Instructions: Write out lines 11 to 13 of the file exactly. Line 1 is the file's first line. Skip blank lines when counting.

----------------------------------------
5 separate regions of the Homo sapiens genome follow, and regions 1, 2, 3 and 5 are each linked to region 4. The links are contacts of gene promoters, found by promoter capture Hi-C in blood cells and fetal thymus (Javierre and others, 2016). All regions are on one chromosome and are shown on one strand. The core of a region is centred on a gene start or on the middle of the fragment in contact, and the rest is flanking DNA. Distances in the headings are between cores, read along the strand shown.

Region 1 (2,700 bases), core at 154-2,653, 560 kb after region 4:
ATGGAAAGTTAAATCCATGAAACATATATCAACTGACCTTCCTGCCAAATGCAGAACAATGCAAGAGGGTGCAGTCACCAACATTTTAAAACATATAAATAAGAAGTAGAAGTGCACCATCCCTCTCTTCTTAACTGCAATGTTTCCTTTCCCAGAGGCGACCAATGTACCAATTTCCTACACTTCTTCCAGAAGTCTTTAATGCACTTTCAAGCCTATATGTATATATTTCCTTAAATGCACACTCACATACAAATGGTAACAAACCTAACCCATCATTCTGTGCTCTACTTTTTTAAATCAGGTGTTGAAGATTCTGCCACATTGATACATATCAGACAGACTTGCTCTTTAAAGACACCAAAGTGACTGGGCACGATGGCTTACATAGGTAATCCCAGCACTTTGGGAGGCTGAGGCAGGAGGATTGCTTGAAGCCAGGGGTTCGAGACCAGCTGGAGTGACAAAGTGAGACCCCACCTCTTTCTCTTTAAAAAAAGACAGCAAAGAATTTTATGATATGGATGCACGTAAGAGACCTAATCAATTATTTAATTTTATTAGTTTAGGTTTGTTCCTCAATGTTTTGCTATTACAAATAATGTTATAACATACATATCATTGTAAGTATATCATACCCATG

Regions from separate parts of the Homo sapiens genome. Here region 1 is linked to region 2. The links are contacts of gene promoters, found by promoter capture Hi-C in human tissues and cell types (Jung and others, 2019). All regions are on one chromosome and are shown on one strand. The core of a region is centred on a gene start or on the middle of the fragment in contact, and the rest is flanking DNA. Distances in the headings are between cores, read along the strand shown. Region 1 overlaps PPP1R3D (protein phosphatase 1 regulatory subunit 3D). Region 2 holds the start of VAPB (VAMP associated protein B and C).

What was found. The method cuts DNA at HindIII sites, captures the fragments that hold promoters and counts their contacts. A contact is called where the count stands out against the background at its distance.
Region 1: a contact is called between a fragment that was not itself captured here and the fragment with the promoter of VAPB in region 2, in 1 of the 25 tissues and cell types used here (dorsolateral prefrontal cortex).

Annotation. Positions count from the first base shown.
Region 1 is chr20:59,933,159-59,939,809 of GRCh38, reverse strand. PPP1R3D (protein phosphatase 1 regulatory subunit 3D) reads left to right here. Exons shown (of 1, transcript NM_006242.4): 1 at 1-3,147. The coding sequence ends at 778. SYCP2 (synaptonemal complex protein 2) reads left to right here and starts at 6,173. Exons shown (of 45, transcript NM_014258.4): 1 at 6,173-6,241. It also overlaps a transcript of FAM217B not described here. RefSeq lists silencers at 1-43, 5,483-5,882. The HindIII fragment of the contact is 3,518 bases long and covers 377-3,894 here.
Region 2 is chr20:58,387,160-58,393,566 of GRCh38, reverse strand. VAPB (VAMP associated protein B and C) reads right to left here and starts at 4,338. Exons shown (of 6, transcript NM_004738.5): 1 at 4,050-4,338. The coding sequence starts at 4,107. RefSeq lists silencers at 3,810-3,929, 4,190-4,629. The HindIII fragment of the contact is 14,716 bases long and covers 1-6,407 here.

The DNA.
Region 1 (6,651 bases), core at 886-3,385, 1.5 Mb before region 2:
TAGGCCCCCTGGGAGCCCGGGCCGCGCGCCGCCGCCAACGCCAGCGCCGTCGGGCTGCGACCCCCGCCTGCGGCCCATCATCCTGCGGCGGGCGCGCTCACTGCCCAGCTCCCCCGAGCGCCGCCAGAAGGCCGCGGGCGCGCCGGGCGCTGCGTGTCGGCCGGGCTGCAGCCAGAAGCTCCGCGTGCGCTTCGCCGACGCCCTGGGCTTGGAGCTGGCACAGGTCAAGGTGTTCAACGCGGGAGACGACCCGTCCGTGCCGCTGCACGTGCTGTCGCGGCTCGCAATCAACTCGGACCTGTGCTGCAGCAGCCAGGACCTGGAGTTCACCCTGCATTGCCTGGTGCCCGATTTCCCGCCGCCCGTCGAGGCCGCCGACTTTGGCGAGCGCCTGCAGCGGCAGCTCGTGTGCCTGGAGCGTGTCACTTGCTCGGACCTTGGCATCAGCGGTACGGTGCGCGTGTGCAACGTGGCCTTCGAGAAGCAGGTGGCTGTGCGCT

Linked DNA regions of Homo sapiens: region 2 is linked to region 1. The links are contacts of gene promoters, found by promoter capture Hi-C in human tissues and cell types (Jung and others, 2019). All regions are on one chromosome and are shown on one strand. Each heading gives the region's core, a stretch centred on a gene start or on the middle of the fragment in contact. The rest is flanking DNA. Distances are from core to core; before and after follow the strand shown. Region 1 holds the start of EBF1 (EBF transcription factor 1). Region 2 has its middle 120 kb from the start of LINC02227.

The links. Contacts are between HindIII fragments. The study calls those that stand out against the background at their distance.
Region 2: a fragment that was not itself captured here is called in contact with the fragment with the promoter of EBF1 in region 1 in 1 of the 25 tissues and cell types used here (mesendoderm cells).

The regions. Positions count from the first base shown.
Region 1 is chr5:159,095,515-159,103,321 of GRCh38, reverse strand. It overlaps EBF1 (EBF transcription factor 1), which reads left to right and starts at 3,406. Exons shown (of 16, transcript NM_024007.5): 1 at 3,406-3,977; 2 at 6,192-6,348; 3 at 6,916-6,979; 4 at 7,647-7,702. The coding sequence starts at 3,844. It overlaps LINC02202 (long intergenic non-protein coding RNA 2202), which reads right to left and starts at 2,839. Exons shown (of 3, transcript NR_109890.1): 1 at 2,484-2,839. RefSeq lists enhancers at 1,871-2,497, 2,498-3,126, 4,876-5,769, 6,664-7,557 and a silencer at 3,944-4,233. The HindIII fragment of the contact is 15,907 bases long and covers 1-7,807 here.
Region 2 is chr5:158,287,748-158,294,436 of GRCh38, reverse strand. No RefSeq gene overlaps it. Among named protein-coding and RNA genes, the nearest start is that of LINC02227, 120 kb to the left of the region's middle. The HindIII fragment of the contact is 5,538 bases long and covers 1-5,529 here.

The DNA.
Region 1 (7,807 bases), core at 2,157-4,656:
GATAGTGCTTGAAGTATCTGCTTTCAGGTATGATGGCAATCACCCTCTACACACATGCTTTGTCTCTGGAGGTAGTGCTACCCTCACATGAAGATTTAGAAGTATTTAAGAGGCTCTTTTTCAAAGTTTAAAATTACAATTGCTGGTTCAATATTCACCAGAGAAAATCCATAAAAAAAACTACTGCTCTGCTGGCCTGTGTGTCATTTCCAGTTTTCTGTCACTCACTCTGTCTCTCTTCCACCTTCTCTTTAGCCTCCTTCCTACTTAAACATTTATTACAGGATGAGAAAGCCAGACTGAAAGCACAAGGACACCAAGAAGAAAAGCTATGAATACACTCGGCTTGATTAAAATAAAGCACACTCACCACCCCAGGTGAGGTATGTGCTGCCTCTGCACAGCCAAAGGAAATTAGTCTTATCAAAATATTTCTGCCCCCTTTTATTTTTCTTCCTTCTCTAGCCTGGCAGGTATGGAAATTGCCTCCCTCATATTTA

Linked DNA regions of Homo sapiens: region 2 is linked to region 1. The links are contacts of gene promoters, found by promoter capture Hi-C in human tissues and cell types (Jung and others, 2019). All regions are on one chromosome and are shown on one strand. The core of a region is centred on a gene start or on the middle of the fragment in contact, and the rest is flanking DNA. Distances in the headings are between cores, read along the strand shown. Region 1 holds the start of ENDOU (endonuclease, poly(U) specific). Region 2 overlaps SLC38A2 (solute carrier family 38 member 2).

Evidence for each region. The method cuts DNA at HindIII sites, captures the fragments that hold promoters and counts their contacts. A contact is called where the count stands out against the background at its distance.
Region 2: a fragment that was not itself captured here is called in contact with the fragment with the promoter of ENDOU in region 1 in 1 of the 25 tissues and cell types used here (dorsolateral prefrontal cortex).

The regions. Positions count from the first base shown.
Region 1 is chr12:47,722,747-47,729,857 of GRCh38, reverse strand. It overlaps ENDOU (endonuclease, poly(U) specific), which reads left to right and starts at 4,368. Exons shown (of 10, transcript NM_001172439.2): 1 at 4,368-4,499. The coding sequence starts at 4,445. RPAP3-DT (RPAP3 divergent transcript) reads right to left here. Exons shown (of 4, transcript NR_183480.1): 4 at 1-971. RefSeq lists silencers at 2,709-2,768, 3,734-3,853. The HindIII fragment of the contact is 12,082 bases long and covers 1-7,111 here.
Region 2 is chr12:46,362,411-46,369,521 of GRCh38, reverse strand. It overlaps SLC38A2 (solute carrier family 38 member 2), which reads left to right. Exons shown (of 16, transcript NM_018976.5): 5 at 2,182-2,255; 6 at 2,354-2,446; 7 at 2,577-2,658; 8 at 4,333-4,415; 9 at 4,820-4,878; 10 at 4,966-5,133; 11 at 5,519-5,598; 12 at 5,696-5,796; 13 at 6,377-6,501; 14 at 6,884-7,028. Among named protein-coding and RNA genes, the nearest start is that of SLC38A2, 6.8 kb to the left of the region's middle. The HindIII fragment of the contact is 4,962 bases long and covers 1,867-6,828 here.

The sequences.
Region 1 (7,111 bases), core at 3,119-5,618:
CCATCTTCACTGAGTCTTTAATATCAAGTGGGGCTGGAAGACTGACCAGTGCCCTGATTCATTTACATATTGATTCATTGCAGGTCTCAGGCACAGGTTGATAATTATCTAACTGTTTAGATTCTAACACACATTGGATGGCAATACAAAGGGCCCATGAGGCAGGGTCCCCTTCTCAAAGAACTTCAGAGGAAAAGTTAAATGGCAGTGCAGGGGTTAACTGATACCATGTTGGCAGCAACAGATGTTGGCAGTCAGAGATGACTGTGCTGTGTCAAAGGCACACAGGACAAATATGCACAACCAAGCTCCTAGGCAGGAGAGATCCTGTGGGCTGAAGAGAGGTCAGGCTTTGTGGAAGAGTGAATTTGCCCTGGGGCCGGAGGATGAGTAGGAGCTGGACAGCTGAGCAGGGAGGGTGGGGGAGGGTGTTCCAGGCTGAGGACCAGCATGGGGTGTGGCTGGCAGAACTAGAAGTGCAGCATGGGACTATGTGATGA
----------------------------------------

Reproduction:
Region 1 (6,651 bases), core at 886-3,385, 1.5 Mb before region 2:
TAGGCCCCCTGGGAGCCCGGGCCGCGCGCCGCCGCCAACGCCAGCGCCGTCGGGCTGCGACCCCCGCCTGCGGCCCATCATCCTGCGGCGGGCGCGCTCACTGCCCAGCTCCCCCGAGCGCCGCCAGAAGGCCGCGGGCGCGCCGGGCGCTGCGTGTCGGCCGGGCTGCAGCCAGAAGCTCCGCGTGCGCTTCGCCGACGCCCTGGGCTTGGAGCTGGCACAGGTCAAGGTGTTCAACGCGGGAGACGACCCGTCCGTGCCGCTGCACGTGCTGTCGCGGCTCGCAATCAACTCGGACCTGTGCTGCAGCAGCCAGGACCTGGAGTTCACCCTGCATTGCCTGGTGCCCGATTTCCCGCCGCCCGTCGAGGCCGCCGACTTTGGCGAGCGCCTGCAGCGGCAGCTCGTGTGCCTGGAGCGTGTCACTTGCTCGGACCTTGGCATCAGCGGTACGGTGCGCGTGTGCAACGTGGCCTTCGAGAAGCAGGTGGCTGTGCGCT

Linked DNA regions of Homo sapiens: region 2 is linked to region 1. The links are contacts of gene promoters, found by promoter capture Hi-C in human tissues and cell types (Jung and others, 2019). All regions are on one chromosome and are shown on one strand. Each heading gives the region's core, a stretch centred on a gene start or on the middle of the fragment in contact. The rest is flanking DNA. Distances are from core to core; before and after follow the strand shown. Region 1 holds the start of EBF1 (EBF transcription factor 1). Region 2 has its middle 120 kb from the start of LINC02227.